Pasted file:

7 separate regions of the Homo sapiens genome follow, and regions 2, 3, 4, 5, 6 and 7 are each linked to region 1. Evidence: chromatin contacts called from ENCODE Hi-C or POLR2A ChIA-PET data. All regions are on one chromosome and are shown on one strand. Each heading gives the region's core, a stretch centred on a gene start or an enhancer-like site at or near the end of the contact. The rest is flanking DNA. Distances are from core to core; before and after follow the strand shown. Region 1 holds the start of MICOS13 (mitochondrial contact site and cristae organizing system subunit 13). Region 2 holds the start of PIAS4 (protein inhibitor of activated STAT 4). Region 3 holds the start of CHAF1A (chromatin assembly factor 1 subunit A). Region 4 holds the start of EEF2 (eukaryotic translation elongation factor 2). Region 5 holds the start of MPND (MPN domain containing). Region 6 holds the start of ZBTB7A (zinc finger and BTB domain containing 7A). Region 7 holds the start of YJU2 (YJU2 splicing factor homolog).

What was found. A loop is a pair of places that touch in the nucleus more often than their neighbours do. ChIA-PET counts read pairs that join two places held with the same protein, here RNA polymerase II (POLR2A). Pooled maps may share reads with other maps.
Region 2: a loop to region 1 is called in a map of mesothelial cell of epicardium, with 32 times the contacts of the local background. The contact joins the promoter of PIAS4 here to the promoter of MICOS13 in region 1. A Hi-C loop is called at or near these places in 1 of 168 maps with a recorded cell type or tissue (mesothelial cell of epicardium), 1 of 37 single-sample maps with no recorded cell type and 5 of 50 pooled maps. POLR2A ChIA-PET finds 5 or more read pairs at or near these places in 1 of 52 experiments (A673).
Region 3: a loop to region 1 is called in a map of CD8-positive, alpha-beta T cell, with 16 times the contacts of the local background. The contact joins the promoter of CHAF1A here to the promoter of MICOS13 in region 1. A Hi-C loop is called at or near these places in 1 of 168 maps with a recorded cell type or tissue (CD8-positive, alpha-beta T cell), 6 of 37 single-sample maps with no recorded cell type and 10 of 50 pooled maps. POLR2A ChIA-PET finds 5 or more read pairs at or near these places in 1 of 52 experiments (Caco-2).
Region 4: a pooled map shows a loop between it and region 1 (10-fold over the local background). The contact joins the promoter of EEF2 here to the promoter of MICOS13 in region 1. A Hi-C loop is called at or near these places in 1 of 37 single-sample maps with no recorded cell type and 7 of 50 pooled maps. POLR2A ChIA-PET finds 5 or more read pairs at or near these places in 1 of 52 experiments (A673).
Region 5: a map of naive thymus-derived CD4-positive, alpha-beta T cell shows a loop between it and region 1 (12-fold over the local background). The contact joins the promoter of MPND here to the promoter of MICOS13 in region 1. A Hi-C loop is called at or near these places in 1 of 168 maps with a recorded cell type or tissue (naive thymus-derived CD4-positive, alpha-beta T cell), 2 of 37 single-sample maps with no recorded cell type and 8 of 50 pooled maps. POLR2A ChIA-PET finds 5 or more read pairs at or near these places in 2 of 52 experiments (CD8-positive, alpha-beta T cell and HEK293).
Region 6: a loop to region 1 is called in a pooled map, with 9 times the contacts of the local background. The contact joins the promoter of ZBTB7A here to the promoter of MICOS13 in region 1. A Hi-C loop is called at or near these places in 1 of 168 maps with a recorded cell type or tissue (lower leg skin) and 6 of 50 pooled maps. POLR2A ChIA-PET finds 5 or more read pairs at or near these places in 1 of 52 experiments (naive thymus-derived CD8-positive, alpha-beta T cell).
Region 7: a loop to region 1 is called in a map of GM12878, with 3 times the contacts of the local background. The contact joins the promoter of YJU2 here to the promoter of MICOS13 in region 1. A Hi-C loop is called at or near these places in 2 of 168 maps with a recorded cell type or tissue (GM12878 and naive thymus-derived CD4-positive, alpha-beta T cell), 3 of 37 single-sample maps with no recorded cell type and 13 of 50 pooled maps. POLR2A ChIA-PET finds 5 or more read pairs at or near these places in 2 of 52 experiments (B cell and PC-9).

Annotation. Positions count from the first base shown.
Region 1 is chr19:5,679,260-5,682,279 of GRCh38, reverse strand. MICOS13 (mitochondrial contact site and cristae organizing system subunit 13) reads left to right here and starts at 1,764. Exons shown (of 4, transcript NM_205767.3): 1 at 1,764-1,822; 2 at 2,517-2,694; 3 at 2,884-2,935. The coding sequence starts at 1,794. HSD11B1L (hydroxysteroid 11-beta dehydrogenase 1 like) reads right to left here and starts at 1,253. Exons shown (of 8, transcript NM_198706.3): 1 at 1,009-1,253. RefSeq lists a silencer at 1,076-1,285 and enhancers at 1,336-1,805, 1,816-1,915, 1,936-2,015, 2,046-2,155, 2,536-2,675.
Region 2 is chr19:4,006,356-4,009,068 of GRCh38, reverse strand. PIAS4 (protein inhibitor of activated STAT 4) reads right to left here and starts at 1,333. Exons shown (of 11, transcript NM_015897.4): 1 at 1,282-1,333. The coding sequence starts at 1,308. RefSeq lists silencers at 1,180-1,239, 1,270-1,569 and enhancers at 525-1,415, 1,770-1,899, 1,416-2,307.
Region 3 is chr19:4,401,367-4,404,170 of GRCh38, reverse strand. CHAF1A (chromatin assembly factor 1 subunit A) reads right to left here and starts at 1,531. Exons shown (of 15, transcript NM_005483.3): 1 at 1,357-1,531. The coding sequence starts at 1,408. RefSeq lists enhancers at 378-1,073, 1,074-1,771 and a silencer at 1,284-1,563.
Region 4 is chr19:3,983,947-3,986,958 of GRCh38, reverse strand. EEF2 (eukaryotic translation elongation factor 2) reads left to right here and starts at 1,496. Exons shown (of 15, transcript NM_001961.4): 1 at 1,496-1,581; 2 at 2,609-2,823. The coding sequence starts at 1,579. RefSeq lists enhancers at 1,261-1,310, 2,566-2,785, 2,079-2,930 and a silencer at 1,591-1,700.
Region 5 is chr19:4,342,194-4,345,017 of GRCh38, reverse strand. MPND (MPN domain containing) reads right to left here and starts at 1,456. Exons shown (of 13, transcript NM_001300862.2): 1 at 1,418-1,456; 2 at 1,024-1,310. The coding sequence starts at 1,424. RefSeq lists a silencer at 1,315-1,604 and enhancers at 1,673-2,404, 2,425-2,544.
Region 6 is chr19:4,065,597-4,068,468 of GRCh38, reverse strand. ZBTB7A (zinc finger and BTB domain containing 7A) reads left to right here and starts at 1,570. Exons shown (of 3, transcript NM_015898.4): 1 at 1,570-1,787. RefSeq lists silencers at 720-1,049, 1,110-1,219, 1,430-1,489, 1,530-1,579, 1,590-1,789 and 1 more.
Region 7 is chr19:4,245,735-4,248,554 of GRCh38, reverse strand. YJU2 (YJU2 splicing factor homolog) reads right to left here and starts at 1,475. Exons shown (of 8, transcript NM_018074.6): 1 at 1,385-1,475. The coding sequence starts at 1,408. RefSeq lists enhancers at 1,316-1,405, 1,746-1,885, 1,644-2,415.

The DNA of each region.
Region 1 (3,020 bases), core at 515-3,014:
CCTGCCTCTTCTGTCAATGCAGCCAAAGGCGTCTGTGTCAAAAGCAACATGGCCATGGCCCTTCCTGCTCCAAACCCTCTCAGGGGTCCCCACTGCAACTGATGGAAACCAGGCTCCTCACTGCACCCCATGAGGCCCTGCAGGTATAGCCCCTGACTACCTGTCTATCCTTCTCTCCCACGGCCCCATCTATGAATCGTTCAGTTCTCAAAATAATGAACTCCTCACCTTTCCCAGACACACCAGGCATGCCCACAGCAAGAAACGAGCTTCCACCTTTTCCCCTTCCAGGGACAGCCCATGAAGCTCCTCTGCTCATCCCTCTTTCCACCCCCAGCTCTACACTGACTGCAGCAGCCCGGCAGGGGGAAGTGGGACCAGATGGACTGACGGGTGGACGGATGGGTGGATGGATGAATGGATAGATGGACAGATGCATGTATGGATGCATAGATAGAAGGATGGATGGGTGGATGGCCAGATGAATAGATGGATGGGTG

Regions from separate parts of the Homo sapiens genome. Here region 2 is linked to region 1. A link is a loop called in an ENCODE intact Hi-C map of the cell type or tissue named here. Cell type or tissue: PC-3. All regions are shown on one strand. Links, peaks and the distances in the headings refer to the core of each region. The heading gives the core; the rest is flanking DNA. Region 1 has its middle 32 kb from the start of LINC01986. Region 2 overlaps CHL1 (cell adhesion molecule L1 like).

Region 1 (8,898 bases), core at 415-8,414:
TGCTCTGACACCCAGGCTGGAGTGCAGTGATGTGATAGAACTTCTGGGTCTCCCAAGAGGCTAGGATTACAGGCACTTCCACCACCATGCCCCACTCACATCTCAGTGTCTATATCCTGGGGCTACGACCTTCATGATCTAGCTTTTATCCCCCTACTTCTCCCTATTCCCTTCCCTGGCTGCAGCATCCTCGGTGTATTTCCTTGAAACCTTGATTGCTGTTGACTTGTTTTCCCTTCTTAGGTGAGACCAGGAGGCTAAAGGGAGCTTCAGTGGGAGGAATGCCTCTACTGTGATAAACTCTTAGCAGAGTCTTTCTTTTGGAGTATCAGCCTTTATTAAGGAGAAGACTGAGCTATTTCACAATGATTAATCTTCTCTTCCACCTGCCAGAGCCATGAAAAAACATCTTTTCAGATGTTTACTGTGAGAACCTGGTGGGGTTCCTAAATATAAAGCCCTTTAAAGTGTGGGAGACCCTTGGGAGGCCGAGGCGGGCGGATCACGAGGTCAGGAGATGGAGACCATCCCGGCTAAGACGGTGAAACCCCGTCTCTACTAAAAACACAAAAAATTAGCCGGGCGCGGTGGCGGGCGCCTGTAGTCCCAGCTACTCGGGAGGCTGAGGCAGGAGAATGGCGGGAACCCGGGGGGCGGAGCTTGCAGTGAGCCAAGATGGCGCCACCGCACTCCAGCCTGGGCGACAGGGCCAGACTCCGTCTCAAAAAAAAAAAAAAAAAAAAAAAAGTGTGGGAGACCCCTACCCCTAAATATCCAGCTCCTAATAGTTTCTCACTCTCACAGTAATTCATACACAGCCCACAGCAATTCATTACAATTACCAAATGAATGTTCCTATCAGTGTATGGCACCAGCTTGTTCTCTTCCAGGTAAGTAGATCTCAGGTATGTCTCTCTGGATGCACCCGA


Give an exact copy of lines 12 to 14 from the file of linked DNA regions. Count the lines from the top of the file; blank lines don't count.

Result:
Region 3 is chr19:4,401,367-4,404,170 of GRCh38, reverse strand. CHAF1A (chromatin assembly factor 1 subunit A) reads right to left here and starts at 1,531. Exons shown (of 15, transcript NM_005483.3): 1 at 1,357-1,531. The coding sequence starts at 1,408. RefSeq lists enhancers at 378-1,073, 1,074-1,771 and a silencer at 1,284-1,563.
Region 4 is chr19:3,983,947-3,986,958 of GRCh38, reverse strand. EEF2 (eukaryotic translation elongation factor 2) reads left to right here and starts at 1,496. Exons shown (of 15, transcript NM_001961.4): 1 at 1,496-1,581; 2 at 2,609-2,823. The coding sequence starts at 1,579. RefSeq lists enhancers at 1,261-1,310, 2,566-2,785, 2,079-2,930 and a silencer at 1,591-1,700.
Region 5 is chr19:4,342,194-4,345,017 of GRCh38, reverse strand. MPND (MPN domain containing) reads right to left here and starts at 1,456. Exons shown (of 13, transcript NM_001300862.2): 1 at 1,418-1,456; 2 at 1,024-1,310. The coding sequence starts at 1,424. RefSeq lists a silencer at 1,315-1,604 and enhancers at 1,673-2,404, 2,425-2,544.